Samsung Notebook 9 Pen convertibles have a nifty trick up their sleeves

While the traditional clamshell laptop form factor has always been king, one could say that the future is convertible. Samsung certainly seems to think that way, if one were to judge by the recently announced nifty Notebook 9 Pen fold-back convertibles.

Despite what the name might lead you to think, the convertibles aren't 9" machines—they come in 13" and 15" sizes. We'll start with the common characteristics first. The Notebook 9 Pen is powered by an eighth-generation Core i7 processor that gets its data from 16 GB of RAM. A 512-GB NVMe SSD is pretty dang roomy for a portable machine, and there's also a microSD slot for further expansion.

The 13" machine weighs 2.47 lb (1.12 kg) and uses an IGP for pixel-pushing, while the 15" machine tips the scales at 3.44 lb (1.56 kg) but contains an Nvidia MX150 graphics card with 2 GB of VRAM. The two variants are otherwise identical save for their dimensions.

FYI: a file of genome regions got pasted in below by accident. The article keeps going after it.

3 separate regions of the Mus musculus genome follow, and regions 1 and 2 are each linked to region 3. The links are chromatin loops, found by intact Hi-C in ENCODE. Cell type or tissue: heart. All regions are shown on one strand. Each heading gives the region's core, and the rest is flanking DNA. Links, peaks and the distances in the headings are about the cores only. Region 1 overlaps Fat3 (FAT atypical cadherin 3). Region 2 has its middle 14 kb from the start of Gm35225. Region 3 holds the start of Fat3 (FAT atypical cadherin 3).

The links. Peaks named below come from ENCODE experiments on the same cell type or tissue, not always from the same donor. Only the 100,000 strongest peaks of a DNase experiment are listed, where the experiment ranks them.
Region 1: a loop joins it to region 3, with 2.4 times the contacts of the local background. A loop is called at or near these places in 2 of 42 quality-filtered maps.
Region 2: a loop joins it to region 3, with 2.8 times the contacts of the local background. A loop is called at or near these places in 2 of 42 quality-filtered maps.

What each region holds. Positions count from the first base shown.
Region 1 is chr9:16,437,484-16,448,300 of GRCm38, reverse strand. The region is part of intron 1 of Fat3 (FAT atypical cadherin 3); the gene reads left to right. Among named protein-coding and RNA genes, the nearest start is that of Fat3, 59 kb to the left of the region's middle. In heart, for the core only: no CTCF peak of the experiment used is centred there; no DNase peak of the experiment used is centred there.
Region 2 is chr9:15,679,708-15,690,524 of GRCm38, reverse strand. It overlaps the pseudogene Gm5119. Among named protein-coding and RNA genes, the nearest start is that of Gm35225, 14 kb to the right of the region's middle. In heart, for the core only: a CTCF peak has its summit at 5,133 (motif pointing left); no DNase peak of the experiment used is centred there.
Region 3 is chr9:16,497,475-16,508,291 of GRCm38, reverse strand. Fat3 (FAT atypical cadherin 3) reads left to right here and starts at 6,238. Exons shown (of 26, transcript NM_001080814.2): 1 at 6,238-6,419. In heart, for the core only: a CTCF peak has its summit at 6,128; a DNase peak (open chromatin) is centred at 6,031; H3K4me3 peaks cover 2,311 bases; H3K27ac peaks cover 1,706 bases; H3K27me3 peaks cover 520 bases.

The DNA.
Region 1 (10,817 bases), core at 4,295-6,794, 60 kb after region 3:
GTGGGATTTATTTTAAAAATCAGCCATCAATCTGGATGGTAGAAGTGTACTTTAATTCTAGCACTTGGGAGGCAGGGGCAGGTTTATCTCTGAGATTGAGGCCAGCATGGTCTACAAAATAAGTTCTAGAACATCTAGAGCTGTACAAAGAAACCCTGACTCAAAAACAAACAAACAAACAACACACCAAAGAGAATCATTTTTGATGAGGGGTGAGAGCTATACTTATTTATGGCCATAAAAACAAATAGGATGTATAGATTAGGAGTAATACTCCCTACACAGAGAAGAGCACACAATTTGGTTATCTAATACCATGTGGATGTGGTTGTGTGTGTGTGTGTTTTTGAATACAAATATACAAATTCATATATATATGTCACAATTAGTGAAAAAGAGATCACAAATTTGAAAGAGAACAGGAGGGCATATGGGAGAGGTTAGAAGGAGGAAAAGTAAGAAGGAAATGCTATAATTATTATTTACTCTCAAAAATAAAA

The Notebook 9 pen is built using an all-metal chassis that's partially made of aluminum. The casing contains a 54-Wh battery that Samsung says should be good for up to 15 hours between arguments with a wall socket. The port cluster contains two Thunderbolt 3 ports alongside another USB Type-C port. Wi-Fi connectivity is above par in this machine thanks to a 2x2 802.11ac Wave 2 controller. The keyboard has backlighting for that moody night-time computing.

The convertible has one special trick up its proverbial sleeve, though. The chassis contains a slot that hosts an S Pen stylus, which Samsung says has half the latency as the previous model. Last but not least, there's an infrared-enabled webcam with facial recognition support, and a pair of 5-W speakers that Samsung says can be driven pretty loud thanks to an amplifier affectionately called ThunderAmp.

As is familiar with pre-CES gear, there are no price tags just yet. Samsung does say that the Notebook 9 Pen will be in South Korean stores from December 14 and will be doing a world tour through the US, China, Brazil and Hong Kong in early 2019.

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